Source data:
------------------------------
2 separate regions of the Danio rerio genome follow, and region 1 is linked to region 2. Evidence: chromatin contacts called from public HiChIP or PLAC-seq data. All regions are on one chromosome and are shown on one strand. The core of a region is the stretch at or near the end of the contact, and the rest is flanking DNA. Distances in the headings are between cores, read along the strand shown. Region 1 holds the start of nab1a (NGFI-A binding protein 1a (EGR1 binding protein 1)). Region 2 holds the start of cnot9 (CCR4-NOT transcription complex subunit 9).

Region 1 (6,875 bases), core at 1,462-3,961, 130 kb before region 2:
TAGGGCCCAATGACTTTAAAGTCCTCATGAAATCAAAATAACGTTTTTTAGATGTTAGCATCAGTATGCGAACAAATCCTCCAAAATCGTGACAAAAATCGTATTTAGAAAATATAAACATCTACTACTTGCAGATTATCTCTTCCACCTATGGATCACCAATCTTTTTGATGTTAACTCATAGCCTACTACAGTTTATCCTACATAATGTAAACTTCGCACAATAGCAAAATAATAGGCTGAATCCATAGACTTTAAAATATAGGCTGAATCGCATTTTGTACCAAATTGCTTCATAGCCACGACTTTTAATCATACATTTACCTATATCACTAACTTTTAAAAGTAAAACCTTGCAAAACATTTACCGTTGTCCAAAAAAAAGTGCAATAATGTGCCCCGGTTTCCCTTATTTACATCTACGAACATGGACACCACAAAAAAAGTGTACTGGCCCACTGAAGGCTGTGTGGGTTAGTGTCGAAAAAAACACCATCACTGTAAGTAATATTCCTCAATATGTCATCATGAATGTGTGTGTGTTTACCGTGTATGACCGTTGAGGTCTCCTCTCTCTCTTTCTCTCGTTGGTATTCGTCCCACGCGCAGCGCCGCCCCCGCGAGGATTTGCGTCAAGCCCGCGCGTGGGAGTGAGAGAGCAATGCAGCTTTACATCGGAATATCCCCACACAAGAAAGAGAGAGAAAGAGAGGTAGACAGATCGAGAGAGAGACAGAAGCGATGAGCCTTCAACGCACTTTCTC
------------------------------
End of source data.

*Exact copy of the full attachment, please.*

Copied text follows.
2 separate regions of the Danio rerio genome follow, and region 1 is linked to region 2. Evidence: chromatin contacts called from public HiChIP or PLAC-seq data. All regions are on one chromosome and are shown on one strand. The core of a region is the stretch at or near the end of the contact, and the rest is flanking DNA. Distances in the headings are between cores, read along the strand shown. Region 1 holds the start of nab1a (NGFI-A binding protein 1a (EGR1 binding protein 1)). Region 2 holds the start of cnot9 (CCR4-NOT transcription complex subunit 9).

Region 1 (6,875 bases), core at 1,462-3,961, 130 kb before region 2:
TAGGGCCCAATGACTTTAAAGTCCTCATGAAATCAAAATAACGTTTTTTAGATGTTAGCATCAGTATGCGAACAAATCCTCCAAAATCGTGACAAAAATCGTATTTAGAAAATATAAACATCTACTACTTGCAGATTATCTCTTCCACCTATGGATCACCAATCTTTTTGATGTTAACTCATAGCCTACTACAGTTTATCCTACATAATGTAAACTTCGCACAATAGCAAAATAATAGGCTGAATCCATAGACTTTAAAATATAGGCTGAATCGCATTTTGTACCAAATTGCTTCATAGCCACGACTTTTAATCATACATTTACCTATATCACTAACTTTTAAAAGTAAAACCTTGCAAAACATTTACCGTTGTCCAAAAAAAAGTGCAATAATGTGCCCCGGTTTCCCTTATTTACATCTACGAACATGGACACCACAAAAAAAGTGTACTGGCCCACTGAAGGCTGTGTGGGTTAGTGTCGAAAAAAACACCATCACTGTAAGTAATATTCCTCAATATGTCATCATGAATGTGTGTGTGTTTACCGTGTATGACCGTTGAGGTCTCCTCTCTCTCTTTCTCTCGTTGGTATTCGTCCCACGCGCAGCGCCGCCCCCGCGAGGATTTGCGTCAAGCCCGCGCGTGGGAGTGAGAGAGCAATGCAGCTTTACATCGGAATATCCCCACACAAGAAAGAGAGAGAAAGAGAGGTAGACAGATCGAGAGAGAGACAGAAGCGATGAGCCTTCAACGCACTTTCTC